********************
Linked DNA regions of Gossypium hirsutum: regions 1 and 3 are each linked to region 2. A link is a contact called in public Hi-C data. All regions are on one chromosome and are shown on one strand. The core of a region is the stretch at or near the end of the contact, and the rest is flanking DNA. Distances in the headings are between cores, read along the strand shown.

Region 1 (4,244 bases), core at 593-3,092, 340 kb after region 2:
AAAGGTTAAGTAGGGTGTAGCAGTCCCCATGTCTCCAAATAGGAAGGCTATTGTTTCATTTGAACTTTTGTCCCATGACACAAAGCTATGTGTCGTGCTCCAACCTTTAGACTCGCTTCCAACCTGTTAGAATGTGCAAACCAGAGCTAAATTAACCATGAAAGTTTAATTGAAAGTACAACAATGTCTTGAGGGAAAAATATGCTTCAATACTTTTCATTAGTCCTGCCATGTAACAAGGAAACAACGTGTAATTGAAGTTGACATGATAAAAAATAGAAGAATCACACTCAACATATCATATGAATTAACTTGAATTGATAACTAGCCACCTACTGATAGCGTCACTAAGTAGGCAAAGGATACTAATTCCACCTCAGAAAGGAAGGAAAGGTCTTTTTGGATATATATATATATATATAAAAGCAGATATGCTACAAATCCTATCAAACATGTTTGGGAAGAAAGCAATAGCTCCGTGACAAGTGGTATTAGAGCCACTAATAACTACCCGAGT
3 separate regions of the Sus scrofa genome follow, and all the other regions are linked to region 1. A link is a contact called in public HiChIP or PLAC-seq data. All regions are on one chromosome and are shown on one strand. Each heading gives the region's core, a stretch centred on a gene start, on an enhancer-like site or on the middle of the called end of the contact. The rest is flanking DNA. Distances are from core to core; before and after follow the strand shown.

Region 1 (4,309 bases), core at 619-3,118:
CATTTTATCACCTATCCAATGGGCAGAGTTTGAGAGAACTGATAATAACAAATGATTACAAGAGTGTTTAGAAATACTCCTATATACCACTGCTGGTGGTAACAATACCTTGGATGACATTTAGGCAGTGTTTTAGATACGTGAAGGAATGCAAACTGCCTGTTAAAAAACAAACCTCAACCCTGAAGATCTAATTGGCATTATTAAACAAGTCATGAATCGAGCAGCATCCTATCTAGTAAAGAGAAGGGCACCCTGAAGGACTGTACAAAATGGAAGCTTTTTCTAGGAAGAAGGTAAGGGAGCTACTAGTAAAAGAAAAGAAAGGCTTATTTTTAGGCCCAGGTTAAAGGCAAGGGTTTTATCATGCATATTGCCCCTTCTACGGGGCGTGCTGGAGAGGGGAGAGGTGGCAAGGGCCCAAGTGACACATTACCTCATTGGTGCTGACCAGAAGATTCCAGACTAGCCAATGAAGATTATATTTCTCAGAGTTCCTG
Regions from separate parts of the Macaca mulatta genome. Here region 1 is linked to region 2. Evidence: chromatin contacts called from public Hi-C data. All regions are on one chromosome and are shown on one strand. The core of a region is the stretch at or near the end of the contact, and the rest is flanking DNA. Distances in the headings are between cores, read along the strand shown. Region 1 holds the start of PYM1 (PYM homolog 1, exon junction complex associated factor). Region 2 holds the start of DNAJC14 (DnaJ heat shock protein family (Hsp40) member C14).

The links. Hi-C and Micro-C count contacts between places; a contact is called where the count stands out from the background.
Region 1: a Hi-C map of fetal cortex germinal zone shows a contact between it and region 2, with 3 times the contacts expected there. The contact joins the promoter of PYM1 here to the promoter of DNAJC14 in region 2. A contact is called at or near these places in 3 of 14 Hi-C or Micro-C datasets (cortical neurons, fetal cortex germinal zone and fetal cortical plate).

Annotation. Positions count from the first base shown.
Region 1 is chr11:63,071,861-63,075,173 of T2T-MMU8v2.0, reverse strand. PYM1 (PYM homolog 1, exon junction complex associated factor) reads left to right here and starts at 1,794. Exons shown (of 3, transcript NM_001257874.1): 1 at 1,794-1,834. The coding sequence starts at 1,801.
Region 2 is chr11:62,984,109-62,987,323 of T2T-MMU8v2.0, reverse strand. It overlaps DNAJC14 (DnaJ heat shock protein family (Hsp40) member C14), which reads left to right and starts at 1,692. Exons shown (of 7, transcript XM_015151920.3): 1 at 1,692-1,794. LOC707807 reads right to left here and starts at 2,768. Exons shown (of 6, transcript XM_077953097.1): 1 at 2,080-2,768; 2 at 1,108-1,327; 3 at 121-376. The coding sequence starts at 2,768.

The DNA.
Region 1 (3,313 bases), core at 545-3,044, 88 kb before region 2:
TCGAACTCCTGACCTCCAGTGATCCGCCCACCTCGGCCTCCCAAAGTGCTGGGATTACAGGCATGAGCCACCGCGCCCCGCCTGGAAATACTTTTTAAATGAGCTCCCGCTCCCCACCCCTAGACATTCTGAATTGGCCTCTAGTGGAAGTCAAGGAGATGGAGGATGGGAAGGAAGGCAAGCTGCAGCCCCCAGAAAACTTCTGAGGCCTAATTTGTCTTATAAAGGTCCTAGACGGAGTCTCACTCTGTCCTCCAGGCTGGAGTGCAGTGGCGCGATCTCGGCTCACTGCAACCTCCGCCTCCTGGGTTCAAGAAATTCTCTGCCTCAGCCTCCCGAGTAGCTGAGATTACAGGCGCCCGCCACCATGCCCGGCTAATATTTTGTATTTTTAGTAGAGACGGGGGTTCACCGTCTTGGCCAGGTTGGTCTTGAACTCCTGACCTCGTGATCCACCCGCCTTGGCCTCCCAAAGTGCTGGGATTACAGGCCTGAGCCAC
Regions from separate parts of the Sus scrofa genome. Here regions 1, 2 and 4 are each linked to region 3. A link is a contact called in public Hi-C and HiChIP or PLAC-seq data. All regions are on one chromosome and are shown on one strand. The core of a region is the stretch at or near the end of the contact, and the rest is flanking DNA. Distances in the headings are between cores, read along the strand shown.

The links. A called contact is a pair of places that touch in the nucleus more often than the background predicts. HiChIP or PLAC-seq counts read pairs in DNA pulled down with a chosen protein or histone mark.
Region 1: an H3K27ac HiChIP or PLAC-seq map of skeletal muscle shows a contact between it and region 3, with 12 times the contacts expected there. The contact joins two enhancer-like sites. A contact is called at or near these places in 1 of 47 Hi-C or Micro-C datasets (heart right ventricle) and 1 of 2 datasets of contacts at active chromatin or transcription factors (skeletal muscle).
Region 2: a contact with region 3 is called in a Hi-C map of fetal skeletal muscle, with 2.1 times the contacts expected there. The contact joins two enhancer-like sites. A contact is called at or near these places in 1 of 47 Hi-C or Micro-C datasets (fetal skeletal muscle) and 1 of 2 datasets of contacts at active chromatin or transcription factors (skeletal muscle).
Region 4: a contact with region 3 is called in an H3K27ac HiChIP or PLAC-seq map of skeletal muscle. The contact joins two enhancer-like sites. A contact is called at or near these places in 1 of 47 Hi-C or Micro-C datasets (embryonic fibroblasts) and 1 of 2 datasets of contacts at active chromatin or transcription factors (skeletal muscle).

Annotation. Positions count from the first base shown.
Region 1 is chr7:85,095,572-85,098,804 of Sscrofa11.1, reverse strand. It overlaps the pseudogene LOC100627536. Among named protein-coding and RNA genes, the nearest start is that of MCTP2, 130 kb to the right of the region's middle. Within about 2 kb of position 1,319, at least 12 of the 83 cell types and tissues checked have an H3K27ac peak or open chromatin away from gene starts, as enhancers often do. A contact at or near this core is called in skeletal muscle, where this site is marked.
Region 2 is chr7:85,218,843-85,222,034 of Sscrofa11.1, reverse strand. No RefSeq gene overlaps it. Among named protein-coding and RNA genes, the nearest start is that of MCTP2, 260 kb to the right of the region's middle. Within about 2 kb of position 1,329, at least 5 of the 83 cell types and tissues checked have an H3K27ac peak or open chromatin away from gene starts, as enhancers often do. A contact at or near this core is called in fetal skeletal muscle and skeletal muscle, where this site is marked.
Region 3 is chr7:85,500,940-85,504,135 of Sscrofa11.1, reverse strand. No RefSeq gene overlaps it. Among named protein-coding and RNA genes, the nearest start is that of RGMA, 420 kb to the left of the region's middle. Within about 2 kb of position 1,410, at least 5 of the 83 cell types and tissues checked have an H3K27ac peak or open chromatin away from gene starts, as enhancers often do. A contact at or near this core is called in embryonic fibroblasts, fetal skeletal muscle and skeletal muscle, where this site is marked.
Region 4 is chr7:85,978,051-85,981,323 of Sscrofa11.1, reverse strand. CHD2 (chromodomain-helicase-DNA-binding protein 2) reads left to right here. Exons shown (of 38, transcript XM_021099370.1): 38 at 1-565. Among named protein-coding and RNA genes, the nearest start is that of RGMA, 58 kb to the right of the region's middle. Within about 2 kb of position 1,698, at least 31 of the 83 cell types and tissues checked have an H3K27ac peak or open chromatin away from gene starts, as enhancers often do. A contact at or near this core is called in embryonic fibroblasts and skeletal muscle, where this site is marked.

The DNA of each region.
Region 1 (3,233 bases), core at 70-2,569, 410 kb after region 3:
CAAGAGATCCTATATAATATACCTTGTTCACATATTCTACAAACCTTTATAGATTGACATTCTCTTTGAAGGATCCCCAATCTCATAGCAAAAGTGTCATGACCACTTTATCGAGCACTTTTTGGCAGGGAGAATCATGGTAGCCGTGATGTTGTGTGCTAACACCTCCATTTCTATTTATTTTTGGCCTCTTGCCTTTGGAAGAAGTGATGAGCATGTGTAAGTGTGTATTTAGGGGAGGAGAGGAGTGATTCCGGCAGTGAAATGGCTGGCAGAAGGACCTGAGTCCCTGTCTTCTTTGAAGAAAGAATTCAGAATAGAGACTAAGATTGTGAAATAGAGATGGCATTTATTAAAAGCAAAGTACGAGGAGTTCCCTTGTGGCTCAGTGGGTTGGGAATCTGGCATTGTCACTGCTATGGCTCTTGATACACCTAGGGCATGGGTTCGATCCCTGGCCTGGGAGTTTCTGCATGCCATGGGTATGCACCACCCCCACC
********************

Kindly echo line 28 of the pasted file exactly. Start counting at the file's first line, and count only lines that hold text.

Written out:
CAAGAGATCCTATATAATATACCTTGTTCACATATTCTACAAACCTTTATAGATTGACATTCTCTTTGAAGGATCCCCAATCTCATAGCAAAAGTGTCATGACCACTTTATCGAGCACTTTTTGGCAGGGAGAATCATGGTAGCCGTGATGTTGTGTGCTAACACCTCCATTTCTATTTATTTTTGGCCTCTTGCCTTTGGAAGAAGTGATGAGCATGTGTAAGTGTGTATTTAGGGGAGGAGAGGAGTGATTCCGGCAGTGAAATGGCTGGCAGAAGGACCTGAGTCCCTGTCTTCTTTGAAGAAAGAATTCAGAATAGAGACTAAGATTGTGAAATAGAGATGGCATTTATTAAAAGCAAAGTACGAGGAGTTCCCTTGTGGCTCAGTGGGTTGGGAATCTGGCATTGTCACTGCTATGGCTCTTGATACACCTAGGGCATGGGTTCGATCCCTGGCCTGGGAGTTTCTGCATGCCATGGGTATGCACCACCCCCACC